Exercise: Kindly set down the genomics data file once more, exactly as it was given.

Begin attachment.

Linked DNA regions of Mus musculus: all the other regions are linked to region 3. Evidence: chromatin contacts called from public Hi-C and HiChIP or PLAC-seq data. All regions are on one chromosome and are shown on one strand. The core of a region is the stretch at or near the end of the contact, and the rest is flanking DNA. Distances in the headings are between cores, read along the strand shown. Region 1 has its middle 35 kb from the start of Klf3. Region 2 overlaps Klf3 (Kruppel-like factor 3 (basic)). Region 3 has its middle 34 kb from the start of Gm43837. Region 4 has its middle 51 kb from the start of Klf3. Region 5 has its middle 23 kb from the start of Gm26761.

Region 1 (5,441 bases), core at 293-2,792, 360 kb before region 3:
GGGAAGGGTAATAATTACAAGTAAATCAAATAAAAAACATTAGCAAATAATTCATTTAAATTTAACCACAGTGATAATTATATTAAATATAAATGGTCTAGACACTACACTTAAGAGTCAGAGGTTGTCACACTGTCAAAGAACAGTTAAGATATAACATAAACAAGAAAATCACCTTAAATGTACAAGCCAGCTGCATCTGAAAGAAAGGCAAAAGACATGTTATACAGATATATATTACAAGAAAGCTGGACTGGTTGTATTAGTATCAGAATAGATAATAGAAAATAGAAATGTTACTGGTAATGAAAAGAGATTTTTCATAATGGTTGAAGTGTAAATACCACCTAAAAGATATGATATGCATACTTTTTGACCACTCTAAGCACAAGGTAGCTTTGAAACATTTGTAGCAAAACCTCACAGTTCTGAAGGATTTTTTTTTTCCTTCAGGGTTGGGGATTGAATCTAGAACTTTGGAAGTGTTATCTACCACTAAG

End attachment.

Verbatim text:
Linked DNA regions of Mus musculus: all the other regions are linked to region 3. Evidence: chromatin contacts called from public Hi-C and HiChIP or PLAC-seq data. All regions are on one chromosome and are shown on one strand. The core of a region is the stretch at or near the end of the contact, and the rest is flanking DNA. Distances in the headings are between cores, read along the strand shown. Region 1 has its middle 35 kb from the start of Klf3. Region 2 overlaps Klf3 (Kruppel-like factor 3 (basic)). Region 3 has its middle 34 kb from the start of Gm43837. Region 4 has its middle 51 kb from the start of Klf3. Region 5 has its middle 23 kb from the start of Gm26761.

Region 1 (5,441 bases), core at 293-2,792, 360 kb before region 3:
GGGAAGGGTAATAATTACAAGTAAATCAAATAAAAAACATTAGCAAATAATTCATTTAAATTTAACCACAGTGATAATTATATTAAATATAAATGGTCTAGACACTACACTTAAGAGTCAGAGGTTGTCACACTGTCAAAGAACAGTTAAGATATAACATAAACAAGAAAATCACCTTAAATGTACAAGCCAGCTGCATCTGAAAGAAAGGCAAAAGACATGTTATACAGATATATATTACAAGAAAGCTGGACTGGTTGTATTAGTATCAGAATAGATAATAGAAAATAGAAATGTTACTGGTAATGAAAAGAGATTTTTCATAATGGTTGAAGTGTAAATACCACCTAAAAGATATGATATGCATACTTTTTGACCACTCTAAGCACAAGGTAGCTTTGAAACATTTGTAGCAAAACCTCACAGTTCTGAAGGATTTTTTTTTTCCTTCAGGGTTGGGGATTGAATCTAGAACTTTGGAAGTGTTATCTACCACTAAG